Tag Archives: Chil

Dude Review: The Lost Hero

by Richard

The ancient gods of Western civilization have withdrawn from the world following the epic events detailed in the Camp Half-Blood books, starring Percy Jackson (son of Poseidon), by author Rick Riordan.

Of course, just because the gods say they’ve withdrawn from their interactions with mortals, well, that doesn’t make it true. Knowing those gods as we do, through myth, legend and a great series of books, we can be pretty sure there’s still some godly meddling going on.

And there is.

In The Lost Hero, the first book of a new series called The Heroes of Olympus, we’re introduced to a whole bunch of new main characters, most notably Jason, a half-blood demi-god with little to no memory of his past, a strange tattoo on his arm, and a metaphorical target plastered on his back.

For now, let’s all get down on our knees and thank those self-same gods that Rick Riordan is back with another book set in the same universe as the magnificently wonderful Percy Jackson and the Olympians books. This truly is a cause for celebration. To me, the Percy Jackson books are what Harry Potter would have liked to have been if he had any ambition at all. They’re full of fantastically complex characters, fast plotting, tight action scenes and genuine emotional heft. These are books that all young dudes would love to read or have read to them.

Both my oldest (Sarcasmo) and youngest (Hyper Lad) young dudes loved these books. Zippy the Monkey Boy, who’s of the opinion that a book without pictures is a waste of paper, preferred to read the graphic novel version and leave it at that. His loss.

Anyway. Back to the book.

Riordan takes a bit of a chance with this book, consigning as he does, Percy Jackson to, if not limbo, then at least the literary equivalent thereof. That is, Percy Jackson does NOT star in these books. He’s talked about and missed, but he’s not actually on stage. The main player here is Jason, who’s memory begins on the back of a school bus on his way to a class trip with two people who may or may not be his girlfriend and best friend.

The action here is fast and furious, starting early and pausing only to let the reader catch his breath before barreling headlong into another adventure.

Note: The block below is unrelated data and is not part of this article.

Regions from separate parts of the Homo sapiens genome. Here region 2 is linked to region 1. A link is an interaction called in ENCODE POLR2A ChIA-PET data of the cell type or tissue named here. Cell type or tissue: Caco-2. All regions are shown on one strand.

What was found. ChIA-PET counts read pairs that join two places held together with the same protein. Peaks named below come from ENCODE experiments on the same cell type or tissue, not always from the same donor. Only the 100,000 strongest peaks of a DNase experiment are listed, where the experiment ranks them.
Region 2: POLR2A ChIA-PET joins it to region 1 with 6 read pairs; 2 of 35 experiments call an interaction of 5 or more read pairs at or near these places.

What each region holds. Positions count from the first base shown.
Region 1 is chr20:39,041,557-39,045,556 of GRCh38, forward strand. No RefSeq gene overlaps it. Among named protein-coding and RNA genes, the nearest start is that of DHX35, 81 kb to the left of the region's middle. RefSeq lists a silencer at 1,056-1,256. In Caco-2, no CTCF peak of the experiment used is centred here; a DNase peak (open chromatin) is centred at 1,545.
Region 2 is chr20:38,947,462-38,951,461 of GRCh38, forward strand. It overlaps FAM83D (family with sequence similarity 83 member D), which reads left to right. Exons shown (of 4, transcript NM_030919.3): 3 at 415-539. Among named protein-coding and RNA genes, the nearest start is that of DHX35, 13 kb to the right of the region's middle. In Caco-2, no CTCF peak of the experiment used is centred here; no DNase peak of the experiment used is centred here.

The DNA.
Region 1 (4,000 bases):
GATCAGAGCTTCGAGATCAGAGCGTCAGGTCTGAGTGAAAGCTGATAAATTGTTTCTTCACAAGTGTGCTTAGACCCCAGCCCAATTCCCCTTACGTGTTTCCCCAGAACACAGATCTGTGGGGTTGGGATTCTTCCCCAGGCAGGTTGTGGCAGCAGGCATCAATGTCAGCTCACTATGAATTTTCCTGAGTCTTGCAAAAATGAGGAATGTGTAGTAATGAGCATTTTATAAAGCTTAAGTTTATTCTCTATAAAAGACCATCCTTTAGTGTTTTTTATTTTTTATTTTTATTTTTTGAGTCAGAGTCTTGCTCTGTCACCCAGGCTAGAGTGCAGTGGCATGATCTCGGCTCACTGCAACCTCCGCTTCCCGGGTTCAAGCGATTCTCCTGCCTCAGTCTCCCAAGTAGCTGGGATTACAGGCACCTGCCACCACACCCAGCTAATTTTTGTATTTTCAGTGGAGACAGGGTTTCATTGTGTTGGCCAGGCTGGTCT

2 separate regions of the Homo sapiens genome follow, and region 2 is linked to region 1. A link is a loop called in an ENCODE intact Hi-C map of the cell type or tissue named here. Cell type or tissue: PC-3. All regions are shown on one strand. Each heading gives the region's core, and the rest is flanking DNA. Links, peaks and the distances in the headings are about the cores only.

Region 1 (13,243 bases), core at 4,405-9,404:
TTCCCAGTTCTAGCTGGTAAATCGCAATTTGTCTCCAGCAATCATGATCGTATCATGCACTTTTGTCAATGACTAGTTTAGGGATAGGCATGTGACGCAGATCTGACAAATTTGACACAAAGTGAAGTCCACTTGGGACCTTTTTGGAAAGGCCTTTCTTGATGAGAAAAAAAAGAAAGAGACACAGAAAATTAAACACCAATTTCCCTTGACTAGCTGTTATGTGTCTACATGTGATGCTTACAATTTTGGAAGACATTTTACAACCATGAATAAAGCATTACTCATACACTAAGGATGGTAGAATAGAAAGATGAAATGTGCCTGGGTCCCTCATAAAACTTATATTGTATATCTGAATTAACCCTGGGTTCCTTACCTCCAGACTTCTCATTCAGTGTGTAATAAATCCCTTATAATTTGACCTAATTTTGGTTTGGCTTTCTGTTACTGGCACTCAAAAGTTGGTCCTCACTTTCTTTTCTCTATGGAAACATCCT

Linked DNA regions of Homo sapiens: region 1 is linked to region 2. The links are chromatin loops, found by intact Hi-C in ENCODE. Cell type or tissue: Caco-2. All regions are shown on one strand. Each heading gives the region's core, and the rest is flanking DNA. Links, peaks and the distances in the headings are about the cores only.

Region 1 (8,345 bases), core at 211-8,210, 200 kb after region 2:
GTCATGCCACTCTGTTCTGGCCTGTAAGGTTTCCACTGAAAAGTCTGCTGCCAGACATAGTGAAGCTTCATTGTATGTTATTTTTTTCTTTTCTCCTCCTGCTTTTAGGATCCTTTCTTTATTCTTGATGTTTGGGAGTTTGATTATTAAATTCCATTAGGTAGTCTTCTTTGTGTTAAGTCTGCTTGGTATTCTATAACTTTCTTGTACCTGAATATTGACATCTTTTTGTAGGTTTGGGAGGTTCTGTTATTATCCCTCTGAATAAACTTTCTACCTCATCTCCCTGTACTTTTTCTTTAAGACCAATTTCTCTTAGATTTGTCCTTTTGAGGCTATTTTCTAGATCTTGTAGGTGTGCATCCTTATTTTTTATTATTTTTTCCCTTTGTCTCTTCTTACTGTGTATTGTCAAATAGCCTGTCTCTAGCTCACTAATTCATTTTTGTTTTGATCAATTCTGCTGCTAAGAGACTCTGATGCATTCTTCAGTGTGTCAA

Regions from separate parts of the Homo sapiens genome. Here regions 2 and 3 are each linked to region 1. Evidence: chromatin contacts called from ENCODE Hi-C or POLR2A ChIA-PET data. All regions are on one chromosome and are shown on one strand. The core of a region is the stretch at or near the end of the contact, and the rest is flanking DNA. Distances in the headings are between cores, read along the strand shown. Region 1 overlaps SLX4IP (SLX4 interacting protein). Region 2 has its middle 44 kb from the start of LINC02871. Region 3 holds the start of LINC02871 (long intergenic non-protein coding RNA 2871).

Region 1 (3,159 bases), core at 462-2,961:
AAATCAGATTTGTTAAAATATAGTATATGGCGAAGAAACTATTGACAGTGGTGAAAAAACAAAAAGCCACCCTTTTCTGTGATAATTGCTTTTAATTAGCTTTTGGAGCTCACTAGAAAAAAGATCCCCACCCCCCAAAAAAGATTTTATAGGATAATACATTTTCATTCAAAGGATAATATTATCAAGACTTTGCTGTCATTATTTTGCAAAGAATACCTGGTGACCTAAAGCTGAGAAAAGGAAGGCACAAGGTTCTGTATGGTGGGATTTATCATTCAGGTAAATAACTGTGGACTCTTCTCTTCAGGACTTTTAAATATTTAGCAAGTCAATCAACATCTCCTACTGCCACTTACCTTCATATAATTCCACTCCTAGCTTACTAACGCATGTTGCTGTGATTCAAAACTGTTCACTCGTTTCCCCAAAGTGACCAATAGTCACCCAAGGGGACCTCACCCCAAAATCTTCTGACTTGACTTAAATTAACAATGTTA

Jason, you see, isn’t like the other children of the gods who inhabit Camp Half Blood. In fact, his appearance at the summer camp for the children of the gods causes quite a bit of consternation among the staff there, and not a little bit of fear. But what is it about Jason’s very existence and attendance at the camp that’s causing this level of panic?

That, dudes, is the question. And it’s got a great answer. (Of course I had it figured out, but, then again, this is written with the younger dudes in mind. The fact that I and most other older dudes can enjoy it is just a happy bit of synchronicity.)

The Lost Hero is a fantastic read. If you’ve got a young dude or dudette who is even the tiniest bit interested in Greek and Roman mythology, likes fantastic adventure and well-developed characters, then you must get this book. Without question, this rates five (5) dudes out of five.

Buy it. Read it. Enjoy it. Then suffer along with me until the next book in the series comes out.

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Freaky Friday: Bully Brains

by Richard

This is actually kind of scary. We know that being bullied makes for some big-time backlash for the young dudes who get bullied. What we didn’t know until recently is that being bullied also makes some physical changes in the brains of those kids who get bullied.

Yeah, that’s right. Young dudes who get bullied actually suffer permanent changes to the structure of their brains because of the bullying.

If we thought there was a reason to crack down on bullying in schools before, brother, you’d better believe there’s more of a reason now.

They lurk in hallways, bathrooms, around the next blind corner. But for the children they have routinely teased or tormented, bullies effectively live in the victims’ brains as well — and not just as a terrifying memory.